International darts match

Sean relays darts scores to the South Pole.
Sean relays darts scores to the South Pole.
Expeditioner about to aim a dart at a dart board.Freshly moulted Adélie penguins and two flying skuas, all soon to depart for the winter.Paula and Malcolm examine documents at Law Cairn.

31 March 2003

Sundays at Davis are generally days of rest though never of inactivity, even in winter and especially when the weather is fine. Last Sunday the weather was cool rather than cold (around −7) and without the wind, which is the real chiller. Conditions were inviting for outdoor recreation but first there was another engagement to be enjoyed.

Now that winter is here and ships and aircraft of all nations have departed northwards, we no longer have opportunities to meet our neighbours at the Chinese and Russian stations down the coast - but Antarctic international friendship extends further afield. We had accepted an invitation to play darts from the American base at the South Pole.

The emailed invitation was for 10.00 am on Sunday morning, our time. Antarctic stations are in different time zones, so although we would have preferred Saturday evening that would be inconvenient for others. In this inaugural round, there were three teams of three players from South Pole, three teams from Davis, one from Casey, and one team from New Zealand's Scott Base.

The game was '301'. In the first round we simply counted down to zero, but in the second game, demanding a little more skill, we had to start and end with a double. It was all coordinated over high frequency radio which posed its own problems. South Pole could hear Davis and Scott, but not Casey. We could hear South Pole and Casey but not Scott. Changes of radio frequency did not improve things, so scores were relayed through intermediaries, with South Pole maintaining the overall score board.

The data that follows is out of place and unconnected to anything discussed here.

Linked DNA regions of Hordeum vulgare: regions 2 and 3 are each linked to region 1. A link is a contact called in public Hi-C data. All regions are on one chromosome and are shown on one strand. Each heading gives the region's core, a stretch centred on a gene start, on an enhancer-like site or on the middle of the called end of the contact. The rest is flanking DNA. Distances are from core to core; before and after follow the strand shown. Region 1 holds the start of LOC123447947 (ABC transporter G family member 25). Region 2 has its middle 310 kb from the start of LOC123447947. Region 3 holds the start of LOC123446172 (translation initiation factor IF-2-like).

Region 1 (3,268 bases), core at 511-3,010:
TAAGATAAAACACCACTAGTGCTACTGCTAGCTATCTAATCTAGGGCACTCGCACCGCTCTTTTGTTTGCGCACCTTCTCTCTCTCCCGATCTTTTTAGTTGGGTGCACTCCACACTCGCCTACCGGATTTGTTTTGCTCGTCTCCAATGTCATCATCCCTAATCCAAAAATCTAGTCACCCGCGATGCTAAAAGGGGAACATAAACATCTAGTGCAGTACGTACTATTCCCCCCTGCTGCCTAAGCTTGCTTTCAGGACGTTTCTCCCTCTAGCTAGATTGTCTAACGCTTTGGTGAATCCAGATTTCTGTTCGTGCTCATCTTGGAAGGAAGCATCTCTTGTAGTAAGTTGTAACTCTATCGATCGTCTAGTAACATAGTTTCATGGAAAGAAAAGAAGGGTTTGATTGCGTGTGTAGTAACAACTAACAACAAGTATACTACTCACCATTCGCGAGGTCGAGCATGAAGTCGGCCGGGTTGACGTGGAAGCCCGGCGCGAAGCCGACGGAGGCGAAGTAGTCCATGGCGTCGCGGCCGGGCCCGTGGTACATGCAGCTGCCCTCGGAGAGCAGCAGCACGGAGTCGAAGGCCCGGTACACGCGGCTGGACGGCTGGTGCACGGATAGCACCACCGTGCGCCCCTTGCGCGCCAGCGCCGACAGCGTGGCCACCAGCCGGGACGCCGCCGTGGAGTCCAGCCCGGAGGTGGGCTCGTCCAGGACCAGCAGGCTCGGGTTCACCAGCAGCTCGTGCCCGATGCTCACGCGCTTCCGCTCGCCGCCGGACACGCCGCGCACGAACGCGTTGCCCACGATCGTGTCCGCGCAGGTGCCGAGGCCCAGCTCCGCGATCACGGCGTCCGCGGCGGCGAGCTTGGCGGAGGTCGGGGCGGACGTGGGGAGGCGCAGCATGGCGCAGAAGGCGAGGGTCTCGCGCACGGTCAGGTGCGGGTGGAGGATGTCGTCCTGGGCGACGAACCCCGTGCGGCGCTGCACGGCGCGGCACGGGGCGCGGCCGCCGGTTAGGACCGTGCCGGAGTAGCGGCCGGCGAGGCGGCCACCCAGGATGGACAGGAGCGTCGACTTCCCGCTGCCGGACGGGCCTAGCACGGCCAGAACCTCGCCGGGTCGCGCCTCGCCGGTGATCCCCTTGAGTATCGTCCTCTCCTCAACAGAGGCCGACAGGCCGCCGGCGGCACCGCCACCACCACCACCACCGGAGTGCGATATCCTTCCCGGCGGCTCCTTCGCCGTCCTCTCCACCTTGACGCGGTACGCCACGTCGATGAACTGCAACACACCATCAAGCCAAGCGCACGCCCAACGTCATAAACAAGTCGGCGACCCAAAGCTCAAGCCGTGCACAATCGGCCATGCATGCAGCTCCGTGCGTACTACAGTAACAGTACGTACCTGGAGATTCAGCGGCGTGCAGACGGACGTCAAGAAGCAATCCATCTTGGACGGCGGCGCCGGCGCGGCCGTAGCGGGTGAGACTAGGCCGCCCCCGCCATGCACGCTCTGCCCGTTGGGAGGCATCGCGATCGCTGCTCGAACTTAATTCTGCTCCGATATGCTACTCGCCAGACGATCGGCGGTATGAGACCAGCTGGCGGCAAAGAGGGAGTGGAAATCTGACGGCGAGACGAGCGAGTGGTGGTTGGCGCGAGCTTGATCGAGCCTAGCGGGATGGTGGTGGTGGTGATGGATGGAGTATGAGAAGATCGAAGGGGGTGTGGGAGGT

Sean had the radio set up on the Davis bar near the darts board. The floor was still wet after Dave M had mopped it, as it was his turn to do the morning cleaning, a job which we all do by roster. Some people were still eating their breakfast cereal. A few practice rounds were played while communications were established and the rules clarified.

Jeremy was the first player for the first Davis team, scoring a spectacular and extremely lucky 134. That put us in front in the first round, but although better players followed for Davis – Beacon, Jim, Cal, Mark, Sean, Dave P, Neil and Sharon - we were soon overhauled. The first game went to one of the South Pole teams.

The second game started more gradually as we struggled for a double to start. One of the South Pole teams was first off the mark, but Casey put in a couple of strong rounds and then finished quickly, winning the game.

Both games had been completed in little over an hour. Someone at Scott then humorously proposed an underarm match, demonstrating a long memory of a certain infamous cricket event some twenty years ago, but jokes aside it was time to end. In all our various time zones, we all had things to do.

After lunch, sea-ice monitors Jim and Sharon went out cautiously on skis on the newly frozen sea to make the first series of drill holes. They found the ice to be just thick enough for ski travel and nearly good enough for walking or skating. We should be able to open it to pedestrian travel in a few days, and for vehicle travel in a week or two.

Two other parties went walking along the rocky coast to see the wildlife for perhaps the last time this season. The elephant seal numbers are dropping as one by one they return to the sea. Freshly moulted Adélie penguins can also be seen walking out across the new ice towards the open water, although there are still small groups along the coast. Skuas still patrol the air, looking for sick or injured penguins to eat, but soon they will leave for the winter too.

I walked with Malcolm and Paula to Law Cairn, where a tin box holds copies of historic documents at the site of a flag-raising ceremony conducted by Phillip Law in 1954. He was then the Director of the Australian Antarctic Division, as well as leader of that expedition on the ship Kista Dan, making one of the earliest Australian landings on this stretch of Antarctic coast.

We got back just in time for dinner, made by Tony and Richard – physicist/engineers who usually study aspects of the upper atmosphere with sophisticated equipment, but who today took their turns in the kitchen. Shared community duties like this help to maintain the closeness and cooperative spirit of this little community far from the bustle of the outside world.